One Year of Doing Data Science & Deep Learning

One Year of Doing Data Science & Deep Learning

For the past year, I have been doing data science (DS) & deep learning (DL) to understand drug bioactivation, toxicity and their implications on drug-induced liver injuries (DILI). I come from a background of molecular modeling which is a computational approach to analyse molecules, but I would not consider it to be DS or DL. Since, DS and DL were a new subject that I picked up to master, this blog post is an account of my year-long journey.

During my wait for the VISA to be sanctioned for my current position I asked my employer if there is anything that I should learn that would help me to get a good start in deep learning. The answer was Keras or Tensorflow that runs on Python. Ok, so I learned rudimentary Keras and Tensorflow and built intermediate level expertise in Python programming language. However, if someone wants to learn DL and if all he knows is vanilla Python programming then probably Keras or Tensorflow is not the first place to start. Most of the time in a DL project is spent in data wrangling which means getting the input data in the right format to be represented to a DL algorithm and re-formating the DL output for inference.

Therefore, in my opinion, an excellent place to start is to learn how to use data handling and manipulation libraries such as Numpy and Pandas. These are the two most crucial tools that you would use in any DL project. Next, learning Matplotlib would help you to plot graphs for your input data and results. You can always use a code editor to practice these tools, but nothing beats Jupyter notebook. In Jupyter you can write markdown notes as you learn, execute small snippets of code in individual cells and also plot graphs in the same space. It is suitable for trying and testing code especially during the data wrangling stage as it allows you to visualize Numpy and Pandas data frames effectively as you go.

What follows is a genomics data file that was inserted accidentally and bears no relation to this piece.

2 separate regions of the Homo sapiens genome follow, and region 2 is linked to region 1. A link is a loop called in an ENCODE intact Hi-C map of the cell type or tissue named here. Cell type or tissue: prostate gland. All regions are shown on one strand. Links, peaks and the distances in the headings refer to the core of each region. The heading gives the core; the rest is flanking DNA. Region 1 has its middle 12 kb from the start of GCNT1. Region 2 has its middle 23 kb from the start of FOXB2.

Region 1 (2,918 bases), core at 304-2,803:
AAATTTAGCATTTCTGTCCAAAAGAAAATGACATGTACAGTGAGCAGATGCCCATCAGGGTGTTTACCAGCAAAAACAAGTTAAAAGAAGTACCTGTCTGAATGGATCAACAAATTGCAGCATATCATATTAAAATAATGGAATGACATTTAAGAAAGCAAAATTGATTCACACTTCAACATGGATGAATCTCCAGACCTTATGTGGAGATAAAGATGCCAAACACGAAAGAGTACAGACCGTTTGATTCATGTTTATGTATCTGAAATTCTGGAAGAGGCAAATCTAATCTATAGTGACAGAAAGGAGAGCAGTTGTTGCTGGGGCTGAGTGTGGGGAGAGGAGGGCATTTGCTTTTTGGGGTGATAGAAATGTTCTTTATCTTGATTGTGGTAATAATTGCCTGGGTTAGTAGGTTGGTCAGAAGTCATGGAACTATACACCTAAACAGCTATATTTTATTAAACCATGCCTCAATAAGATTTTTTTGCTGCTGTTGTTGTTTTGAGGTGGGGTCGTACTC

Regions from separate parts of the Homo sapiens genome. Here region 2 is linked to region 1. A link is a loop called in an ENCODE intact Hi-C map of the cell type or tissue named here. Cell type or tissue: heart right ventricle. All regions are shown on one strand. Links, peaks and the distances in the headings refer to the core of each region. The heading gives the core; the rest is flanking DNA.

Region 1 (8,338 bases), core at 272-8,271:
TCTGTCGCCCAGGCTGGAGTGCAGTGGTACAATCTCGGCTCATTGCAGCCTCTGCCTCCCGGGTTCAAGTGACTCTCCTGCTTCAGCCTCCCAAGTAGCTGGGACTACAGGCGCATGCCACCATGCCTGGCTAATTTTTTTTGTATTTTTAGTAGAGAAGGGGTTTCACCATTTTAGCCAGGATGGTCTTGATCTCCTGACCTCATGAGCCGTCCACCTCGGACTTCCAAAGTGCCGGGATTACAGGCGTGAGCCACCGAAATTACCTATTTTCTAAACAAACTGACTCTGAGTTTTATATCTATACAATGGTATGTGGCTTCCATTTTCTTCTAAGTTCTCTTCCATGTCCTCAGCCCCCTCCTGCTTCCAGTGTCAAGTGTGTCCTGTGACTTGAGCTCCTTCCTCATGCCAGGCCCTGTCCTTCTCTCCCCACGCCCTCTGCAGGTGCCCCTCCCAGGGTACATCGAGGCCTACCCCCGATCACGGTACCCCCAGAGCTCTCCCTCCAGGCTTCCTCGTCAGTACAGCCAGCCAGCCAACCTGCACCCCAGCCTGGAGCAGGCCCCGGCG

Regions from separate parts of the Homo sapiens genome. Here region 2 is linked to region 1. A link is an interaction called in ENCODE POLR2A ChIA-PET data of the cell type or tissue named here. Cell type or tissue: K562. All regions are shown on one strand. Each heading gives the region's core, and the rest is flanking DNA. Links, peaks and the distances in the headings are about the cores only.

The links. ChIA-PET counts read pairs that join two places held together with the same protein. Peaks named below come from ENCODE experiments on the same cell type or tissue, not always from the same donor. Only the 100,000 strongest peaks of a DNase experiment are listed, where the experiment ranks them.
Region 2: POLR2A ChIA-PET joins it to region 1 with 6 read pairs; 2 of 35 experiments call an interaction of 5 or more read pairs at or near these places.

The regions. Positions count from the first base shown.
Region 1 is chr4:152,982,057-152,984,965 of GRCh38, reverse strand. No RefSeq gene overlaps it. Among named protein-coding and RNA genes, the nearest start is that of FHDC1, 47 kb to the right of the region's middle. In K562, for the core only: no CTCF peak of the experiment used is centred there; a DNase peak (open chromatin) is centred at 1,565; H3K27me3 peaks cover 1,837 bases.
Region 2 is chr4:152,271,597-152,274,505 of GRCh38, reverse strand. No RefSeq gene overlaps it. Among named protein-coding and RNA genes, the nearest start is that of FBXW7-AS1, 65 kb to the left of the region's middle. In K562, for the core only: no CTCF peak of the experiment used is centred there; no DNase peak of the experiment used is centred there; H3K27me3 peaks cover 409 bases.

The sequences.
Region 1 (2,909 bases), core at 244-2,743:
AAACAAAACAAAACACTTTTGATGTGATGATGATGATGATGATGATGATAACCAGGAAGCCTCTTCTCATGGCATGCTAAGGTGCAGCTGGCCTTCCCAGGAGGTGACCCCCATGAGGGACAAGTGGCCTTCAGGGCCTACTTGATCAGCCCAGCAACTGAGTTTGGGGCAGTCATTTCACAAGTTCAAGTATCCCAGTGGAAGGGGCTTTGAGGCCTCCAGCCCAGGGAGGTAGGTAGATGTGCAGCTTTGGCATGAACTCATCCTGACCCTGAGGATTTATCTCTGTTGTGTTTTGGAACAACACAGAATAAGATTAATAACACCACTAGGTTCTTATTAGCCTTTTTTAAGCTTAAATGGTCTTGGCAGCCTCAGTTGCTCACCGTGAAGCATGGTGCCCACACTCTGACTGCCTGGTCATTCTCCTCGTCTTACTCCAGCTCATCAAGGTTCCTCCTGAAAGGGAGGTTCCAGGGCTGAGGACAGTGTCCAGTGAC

Once you have mastered Numpy, Pandas, and Matplotlib familiarizing yourself with Scipy and Scikit-Learn is highly recommended. They are two general purpose data science and machine learning libraries that come very handy for various purposes during a DL project. I use them more often than Keras or Tensorflow. Some of the uses are for data scaling, creating train-test splits, generating stratified folds for cross-validations, metrics like ROC-AUC, MSE, MAE, etc., feature selection, statistical tests amongst others.

In my opinion, these are the bare minimum tools you need to facilitate your DL project in addition to the main DL libraries such as Keras or Tensorflow. If you want to add a few extra feathers in your cap, I can recommend learning Seaborn and Plotly for graphs and plots. They are based on Matplotlib, but with enhanced features. Pyarrow Parquet a library that can take advantage of Parquet format for columnar data storage. On occasions, I have also used Stats Model library for some conventional statistical procedures.

Now, coming to Keras and Tensorflow people usually start with Keras which is a higher level abstraction API for several DL engines including Tensorflow because of its ease. However, learning Tensorflow itself has a lot of incentives. Tensorflow gives you a lot more control over what you can do with your DL algorithm. Keras is undoubtedly the right place to start and is also very good for prototyping and also very suitable for many projects that can be solved using off the shelf DL procedures. However, if you are picking up DL for a long run, then Tensorflow would be inevitable.

If you are a person like me who has come from a non-programming background, then you would also like to learn some additional tools that are part of any professional programmer’s toolbox. Probably nothing is more important than a version control system (VCS). At the moment I guess the two most widely used VCSs are Git and Mercurial. They both can be installed on your local machine or can be used in the cloud. Bitbucket supports both Git and Mercurial repositories, and GitHub supports git. Having a GitHub profile is not only good for keeping track of your programmes, but they also serve as a code portfolio that you can showcase during a job interview, etc. At this point, I should even mention my favorite code editor that is Microsoft Visual Studio Code. It’s free, cross-platform, officially supports Python and GitHub integration.

The last piece of advice DL is only as useful as your domain knowledge in the subject that you are trying to study. DL is not going to magically find out answers for you if you are not asking the right question and providing it the correct data to look into.

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